Premiere Sponsorship plan
Originally published in Current,
Nov. 18, 2002
Alarmed by the loss of underwriters for major programs, PBS would start offering 30-second underwriting credits to its biggest corporate donors under a proposal to be heard this week by committees of its board.
Though many big-city stations have long sold 30s, PBS still limits the length of spots on network programs to 15 seconds. But station support for that restriction has been waning for years. In 1995, PBS was surprised when many stations rebelled at its attempt to impose the 15-second limit on locally sold credits that air adjacent to PBS programs.
The 30-second credits of the proposed Premier Sponsorship deal would air only during primetime programming and the NewsHour, and they would be available only to underwriters that spend $2.5 million or more a year. Just four or five companies hit that threshold today, says Wayne Godwin, the network's chief operating officer. PBS would permit up to two 30s with each program. Credits still would be limited to two one-minute "pods" of credits per program, Godwin says.
PBS risks losing its largest underwriter, ExxonMobil, sole sponsor of Masterpiece Theatre, Godwin wrote in a memo to stations last week. Other companies won't underwrite programs because of limits on credit length, Godwin wrote. Based on reports from producing stations, he listed IBM, Visa, American Express, Sears, Panasonic, Samsung, Lexus, Acura and Paine Webber, among others.
The real choice for stations may not be 15-second or 30-second credits but having a major program or forgoing it, Godwin says.
Execs of producing stations estimate the system could lose $10 million to $15 million in national program underwriting if 30s are not approved, and could gain as much as $6 million if they are, according to Godwin.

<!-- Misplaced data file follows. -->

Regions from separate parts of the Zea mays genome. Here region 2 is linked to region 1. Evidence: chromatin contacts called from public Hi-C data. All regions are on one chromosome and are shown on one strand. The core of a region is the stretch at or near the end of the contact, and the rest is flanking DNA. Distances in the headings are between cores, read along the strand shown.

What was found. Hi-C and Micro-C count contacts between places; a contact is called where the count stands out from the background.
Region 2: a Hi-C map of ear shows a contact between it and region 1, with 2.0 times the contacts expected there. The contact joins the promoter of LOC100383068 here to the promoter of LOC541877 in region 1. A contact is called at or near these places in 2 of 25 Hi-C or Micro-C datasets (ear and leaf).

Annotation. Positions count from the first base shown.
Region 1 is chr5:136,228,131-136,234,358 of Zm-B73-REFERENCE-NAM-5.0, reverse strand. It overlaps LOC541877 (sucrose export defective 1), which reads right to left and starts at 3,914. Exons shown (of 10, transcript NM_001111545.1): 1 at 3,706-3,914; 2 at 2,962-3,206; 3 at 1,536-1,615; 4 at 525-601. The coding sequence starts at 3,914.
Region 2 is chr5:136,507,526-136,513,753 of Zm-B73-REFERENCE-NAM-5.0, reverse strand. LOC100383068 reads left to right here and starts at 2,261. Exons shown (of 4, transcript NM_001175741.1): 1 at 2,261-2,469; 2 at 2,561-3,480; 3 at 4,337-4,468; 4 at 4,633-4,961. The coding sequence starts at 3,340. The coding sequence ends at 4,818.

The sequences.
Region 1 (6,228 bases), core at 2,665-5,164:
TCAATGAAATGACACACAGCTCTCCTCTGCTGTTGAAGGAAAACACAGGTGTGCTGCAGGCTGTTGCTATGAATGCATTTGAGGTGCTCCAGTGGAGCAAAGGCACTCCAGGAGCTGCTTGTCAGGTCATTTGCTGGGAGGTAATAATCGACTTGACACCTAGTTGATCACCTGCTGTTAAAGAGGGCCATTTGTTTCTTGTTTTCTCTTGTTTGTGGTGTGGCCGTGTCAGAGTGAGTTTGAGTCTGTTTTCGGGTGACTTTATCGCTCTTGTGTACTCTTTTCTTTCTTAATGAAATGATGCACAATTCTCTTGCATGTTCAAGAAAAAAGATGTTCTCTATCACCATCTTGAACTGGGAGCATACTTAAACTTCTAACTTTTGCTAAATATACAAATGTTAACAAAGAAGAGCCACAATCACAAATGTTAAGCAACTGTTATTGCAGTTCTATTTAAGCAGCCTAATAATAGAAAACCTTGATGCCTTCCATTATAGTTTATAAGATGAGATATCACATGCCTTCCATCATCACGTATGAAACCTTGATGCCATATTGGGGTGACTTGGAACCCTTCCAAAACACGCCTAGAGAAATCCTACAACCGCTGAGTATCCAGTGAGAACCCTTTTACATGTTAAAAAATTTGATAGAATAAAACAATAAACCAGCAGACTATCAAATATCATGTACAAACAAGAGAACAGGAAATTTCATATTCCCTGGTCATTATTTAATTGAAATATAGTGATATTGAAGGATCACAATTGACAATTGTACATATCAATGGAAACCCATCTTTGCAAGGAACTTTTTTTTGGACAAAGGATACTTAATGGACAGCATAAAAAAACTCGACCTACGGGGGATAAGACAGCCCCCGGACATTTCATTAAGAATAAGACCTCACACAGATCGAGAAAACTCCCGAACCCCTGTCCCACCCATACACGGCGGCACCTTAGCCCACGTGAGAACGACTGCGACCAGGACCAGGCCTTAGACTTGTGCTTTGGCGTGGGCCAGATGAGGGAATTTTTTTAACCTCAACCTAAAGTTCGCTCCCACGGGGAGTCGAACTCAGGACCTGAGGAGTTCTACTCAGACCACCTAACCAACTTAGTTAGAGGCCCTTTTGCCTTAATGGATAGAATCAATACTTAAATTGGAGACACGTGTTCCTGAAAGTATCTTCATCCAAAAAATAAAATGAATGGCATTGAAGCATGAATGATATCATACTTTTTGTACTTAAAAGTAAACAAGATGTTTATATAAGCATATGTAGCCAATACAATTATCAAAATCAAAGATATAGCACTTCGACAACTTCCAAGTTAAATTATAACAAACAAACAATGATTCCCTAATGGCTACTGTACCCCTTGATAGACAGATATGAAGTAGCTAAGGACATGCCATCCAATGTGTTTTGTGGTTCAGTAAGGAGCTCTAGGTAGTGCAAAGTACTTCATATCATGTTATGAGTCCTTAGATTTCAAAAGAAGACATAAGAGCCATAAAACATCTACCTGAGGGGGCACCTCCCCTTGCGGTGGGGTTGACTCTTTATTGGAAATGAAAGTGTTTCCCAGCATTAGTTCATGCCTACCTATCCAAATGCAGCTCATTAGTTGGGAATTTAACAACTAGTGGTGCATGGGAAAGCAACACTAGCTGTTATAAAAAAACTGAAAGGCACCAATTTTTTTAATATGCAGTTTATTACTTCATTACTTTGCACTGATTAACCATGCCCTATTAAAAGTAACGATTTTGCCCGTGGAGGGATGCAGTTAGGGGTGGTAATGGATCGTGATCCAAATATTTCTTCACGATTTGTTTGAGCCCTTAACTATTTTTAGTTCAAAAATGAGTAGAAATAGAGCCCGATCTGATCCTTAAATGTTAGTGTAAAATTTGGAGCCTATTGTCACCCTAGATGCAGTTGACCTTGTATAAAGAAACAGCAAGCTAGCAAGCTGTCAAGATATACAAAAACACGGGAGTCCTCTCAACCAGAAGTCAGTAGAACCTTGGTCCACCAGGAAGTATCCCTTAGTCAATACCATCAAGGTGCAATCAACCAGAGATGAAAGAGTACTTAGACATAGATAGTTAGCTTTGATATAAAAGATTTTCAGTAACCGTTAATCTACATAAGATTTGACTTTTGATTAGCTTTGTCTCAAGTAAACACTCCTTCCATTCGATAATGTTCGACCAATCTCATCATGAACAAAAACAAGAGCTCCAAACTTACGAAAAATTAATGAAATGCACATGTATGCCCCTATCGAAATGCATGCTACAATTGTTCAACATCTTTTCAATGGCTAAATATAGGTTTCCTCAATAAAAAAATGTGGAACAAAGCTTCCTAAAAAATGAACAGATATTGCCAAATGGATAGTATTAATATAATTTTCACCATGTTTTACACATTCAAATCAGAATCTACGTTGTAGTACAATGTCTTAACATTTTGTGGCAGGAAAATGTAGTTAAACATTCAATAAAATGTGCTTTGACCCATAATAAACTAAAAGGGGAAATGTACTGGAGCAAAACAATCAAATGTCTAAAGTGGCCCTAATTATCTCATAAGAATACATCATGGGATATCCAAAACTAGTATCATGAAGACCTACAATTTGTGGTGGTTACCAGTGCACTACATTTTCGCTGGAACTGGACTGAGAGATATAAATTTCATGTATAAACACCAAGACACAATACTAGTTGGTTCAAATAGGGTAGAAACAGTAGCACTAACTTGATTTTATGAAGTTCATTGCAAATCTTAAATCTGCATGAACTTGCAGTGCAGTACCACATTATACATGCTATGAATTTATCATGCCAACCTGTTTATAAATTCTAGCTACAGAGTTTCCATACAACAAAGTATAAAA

Corporations are demanding the greatest exposure they can get for every dollar, says Judy Harris, head of the PBS Business division. Competing media are scrambling to offer advertisers "added value," she says.
In the uncertain economy, public TV has the disadvantage of trying to sell one-year and multiyear contracts to support programs when corporations can't see that far ahead, comments Bob Williams, head of National Public Broadcasting, a Boston-based underwriting sales agent for stations. PBS finds it hard to sell the soft image-building spots that corporations bought during the economy's Internet bubble, Williams says.
PBS floated the Premier Sponsorship proposal in a late October teleconference and plans to put it before its board of directors in mid-December, according to Godwin. In the meantime, the board's business committee will consider the proposal Nov. 18 and its membership committee Nov. 22.
The network was still collecting reactions from station execs last week, but some already weighed in: the proposed rules are too loose. Others said they're too tight.
The Organization of State Broadcasting Executives (OSBE) expressed concern that state governments would oppose the longer credits and cut their aid to pubcasters, Godwin wrote last week. OSBE leaders were not available for comment. In contrast, leaders of the Major Market Group of big-city stations said 30s should be available to all underwriters, Godwin said.
Steve Bass, president of Nashville PTV and a former underwriting exec at PBS, accepts the idea of 30-second spots, but says they should be offered only to underwriters at a level higher than the proposed $2.5 million threshold. He believes the content of underwriting spots, more than their length, determines whether they seem commercial.
Godwin said the proposal reflects the discussions among nine of the 10 station execs on a PBS task force on the proposal. The other, Maynard Orme, president of Oregon Public Broadcasting, said public TV has steadily loosened its rules for 20 years.
"There doesn't seem to be any stopping," Orme says. "We are just continuing to look more and more commercial. There are things I see on our air that make me cringe."
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